AgencyGlass Wearable Tech Glasses Friendly Eyes | The Mary Sue
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Robotic Glasses Promise To Give You Friendlier Eyeballs

That's right, even your eyeballs aren't good enough on their own anymore.


Someone once said that the eyes are the window to the soul. That guy must not have been familiar with “chronic bitchface,” which is when your resting facial expression makes you look like you want to set things on fire. Thankfully, now there’s a solution for those of us who have to constantly reassure our friends and coworkers that we’re not upset.

Developed by Dr. Hiroto Osawa from  Tsukuba University in Japan, AgencyGlass is a piece of wearable tech designed to alleviate what’s known as “emotional labor.” Basically, if you work in some kind of a service position — as a flight attendant, sales clerk, medical professional, or waiter, for example — part of your job is to pretend to be happy and friendly all the time so that you don’t stress your customers out and make them not want to visit your place of business ever again. Naturally this kind of forced politeness can be incredibly taxing on a person’s mental state, which is why AgencyGlass removes some of the burden by replacing your eyes with a set of friendlier, more agreeable ones. Check it out in action below:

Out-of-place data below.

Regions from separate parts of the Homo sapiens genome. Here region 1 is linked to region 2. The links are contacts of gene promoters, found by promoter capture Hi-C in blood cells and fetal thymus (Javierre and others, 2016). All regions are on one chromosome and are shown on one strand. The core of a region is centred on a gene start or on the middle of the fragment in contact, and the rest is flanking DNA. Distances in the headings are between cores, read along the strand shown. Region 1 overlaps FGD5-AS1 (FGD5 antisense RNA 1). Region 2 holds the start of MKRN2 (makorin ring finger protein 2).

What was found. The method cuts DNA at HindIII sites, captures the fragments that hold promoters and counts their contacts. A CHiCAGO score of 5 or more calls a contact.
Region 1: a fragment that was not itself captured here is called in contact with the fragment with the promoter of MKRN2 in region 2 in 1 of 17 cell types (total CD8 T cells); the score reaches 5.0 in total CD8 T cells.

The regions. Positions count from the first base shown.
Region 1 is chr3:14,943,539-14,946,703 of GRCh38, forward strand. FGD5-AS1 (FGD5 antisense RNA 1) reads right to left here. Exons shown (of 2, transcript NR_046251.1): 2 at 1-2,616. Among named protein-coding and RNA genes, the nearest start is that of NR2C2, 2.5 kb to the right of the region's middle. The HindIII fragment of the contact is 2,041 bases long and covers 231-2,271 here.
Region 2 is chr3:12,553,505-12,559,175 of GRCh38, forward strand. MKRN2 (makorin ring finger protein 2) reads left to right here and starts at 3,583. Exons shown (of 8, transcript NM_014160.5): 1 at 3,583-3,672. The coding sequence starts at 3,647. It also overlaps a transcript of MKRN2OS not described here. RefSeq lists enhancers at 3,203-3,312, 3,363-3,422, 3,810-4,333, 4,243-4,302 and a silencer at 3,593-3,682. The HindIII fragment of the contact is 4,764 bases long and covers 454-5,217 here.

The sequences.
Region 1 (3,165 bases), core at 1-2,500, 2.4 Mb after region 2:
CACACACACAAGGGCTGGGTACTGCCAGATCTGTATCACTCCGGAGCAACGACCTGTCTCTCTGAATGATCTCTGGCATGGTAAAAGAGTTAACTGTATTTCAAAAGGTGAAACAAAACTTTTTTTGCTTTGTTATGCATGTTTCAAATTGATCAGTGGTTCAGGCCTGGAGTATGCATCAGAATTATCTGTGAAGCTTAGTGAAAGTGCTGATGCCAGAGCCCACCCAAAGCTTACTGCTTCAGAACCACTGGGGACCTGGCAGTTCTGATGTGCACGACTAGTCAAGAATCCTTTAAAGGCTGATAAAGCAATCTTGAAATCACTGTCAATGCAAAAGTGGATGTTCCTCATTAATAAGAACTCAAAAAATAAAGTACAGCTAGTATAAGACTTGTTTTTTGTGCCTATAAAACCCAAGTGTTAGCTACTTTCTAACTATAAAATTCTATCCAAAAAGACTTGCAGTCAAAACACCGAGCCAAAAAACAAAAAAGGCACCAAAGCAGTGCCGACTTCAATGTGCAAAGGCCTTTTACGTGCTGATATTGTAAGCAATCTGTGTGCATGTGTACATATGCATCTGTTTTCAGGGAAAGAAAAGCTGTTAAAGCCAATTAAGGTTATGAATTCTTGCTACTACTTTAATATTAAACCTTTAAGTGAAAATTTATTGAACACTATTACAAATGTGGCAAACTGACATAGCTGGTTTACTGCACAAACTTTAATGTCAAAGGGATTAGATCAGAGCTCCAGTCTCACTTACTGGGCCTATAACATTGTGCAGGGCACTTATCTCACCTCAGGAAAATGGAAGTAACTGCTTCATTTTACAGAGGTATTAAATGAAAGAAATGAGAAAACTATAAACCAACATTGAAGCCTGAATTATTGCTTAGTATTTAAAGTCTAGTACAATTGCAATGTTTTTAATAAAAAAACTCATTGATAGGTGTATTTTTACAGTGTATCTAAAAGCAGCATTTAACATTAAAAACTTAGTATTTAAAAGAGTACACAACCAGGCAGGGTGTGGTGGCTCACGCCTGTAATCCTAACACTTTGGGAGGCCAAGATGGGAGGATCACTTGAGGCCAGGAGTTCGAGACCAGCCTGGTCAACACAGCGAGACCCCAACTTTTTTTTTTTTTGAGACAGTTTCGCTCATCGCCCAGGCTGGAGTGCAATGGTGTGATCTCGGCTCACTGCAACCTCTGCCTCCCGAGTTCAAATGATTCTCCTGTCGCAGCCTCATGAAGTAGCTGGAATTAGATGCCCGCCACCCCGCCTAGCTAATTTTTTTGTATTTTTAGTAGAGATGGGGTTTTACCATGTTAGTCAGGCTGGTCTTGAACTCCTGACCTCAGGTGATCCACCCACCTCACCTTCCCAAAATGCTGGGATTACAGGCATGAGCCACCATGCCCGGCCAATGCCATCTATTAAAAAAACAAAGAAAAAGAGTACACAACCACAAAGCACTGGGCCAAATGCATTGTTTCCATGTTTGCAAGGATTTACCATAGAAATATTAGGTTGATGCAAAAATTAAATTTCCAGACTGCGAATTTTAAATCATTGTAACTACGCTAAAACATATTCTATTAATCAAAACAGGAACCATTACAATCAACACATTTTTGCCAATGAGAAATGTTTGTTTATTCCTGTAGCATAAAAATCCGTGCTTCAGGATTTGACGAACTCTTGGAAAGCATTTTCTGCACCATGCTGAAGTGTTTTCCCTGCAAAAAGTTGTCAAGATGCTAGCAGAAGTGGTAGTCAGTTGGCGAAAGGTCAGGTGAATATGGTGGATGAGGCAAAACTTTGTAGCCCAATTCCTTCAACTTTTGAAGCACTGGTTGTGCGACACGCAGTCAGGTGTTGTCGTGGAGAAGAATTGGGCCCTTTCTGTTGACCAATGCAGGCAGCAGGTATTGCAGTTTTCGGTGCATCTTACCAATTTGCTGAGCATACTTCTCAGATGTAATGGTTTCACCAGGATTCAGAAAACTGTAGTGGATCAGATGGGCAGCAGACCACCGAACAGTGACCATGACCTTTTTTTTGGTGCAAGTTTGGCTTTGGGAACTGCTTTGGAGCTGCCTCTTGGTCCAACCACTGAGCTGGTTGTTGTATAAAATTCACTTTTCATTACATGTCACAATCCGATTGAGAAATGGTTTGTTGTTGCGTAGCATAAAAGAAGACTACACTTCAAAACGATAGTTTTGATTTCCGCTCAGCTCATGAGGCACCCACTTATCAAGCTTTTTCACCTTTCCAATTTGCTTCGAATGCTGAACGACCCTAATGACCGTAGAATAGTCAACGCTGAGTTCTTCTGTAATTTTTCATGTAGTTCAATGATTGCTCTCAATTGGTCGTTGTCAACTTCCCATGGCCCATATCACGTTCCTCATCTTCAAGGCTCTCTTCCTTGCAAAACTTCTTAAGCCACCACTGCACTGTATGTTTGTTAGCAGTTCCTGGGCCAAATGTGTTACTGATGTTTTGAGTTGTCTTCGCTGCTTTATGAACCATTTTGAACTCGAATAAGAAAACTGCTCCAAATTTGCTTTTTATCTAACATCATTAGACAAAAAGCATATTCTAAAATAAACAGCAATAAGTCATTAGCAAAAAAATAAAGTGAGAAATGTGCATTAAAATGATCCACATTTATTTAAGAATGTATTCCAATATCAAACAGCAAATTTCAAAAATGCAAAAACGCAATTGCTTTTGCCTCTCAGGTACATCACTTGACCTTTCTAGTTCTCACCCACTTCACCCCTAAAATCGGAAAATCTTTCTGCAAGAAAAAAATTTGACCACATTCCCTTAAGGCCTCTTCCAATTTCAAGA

The device responds to the wearer’s motions using a gyroscope and accelerometer and can tilt its eyes left and right accordingly, as well as upwards to simulate thinking. It also blinks every once once in a while, just to make sure you don’t look like a complete crazy person. After all, you’ve already got a giant pair of robot glasses strapped to your head.

An external camera also recognizes the faces of others around you and moves the pupils accordingly. Which is useful if you’re talking one on one with someone or trying to convince potential shoplifters that you’re on to them, but maybe not so great for — well, not creeping regular people out.


Oh, hey there, friend.

While Osawa has received some light criticism from his peers for engineering a product that would technically be “deceiving” people around the user, he feels that the added benefits of improving a worker’s perceived social skills are worth exploring. Still, there’s something kind of offputting about acknowledging the fakeness of emotional labor like this. Either way, we’re still making fun of people in Google Glass, so I’m going to take a wild guess and say we’ve got a ways to go before AgencyGlass becomes the sort of thing you actually see people wearing on a regular basis.

(via IEEE)

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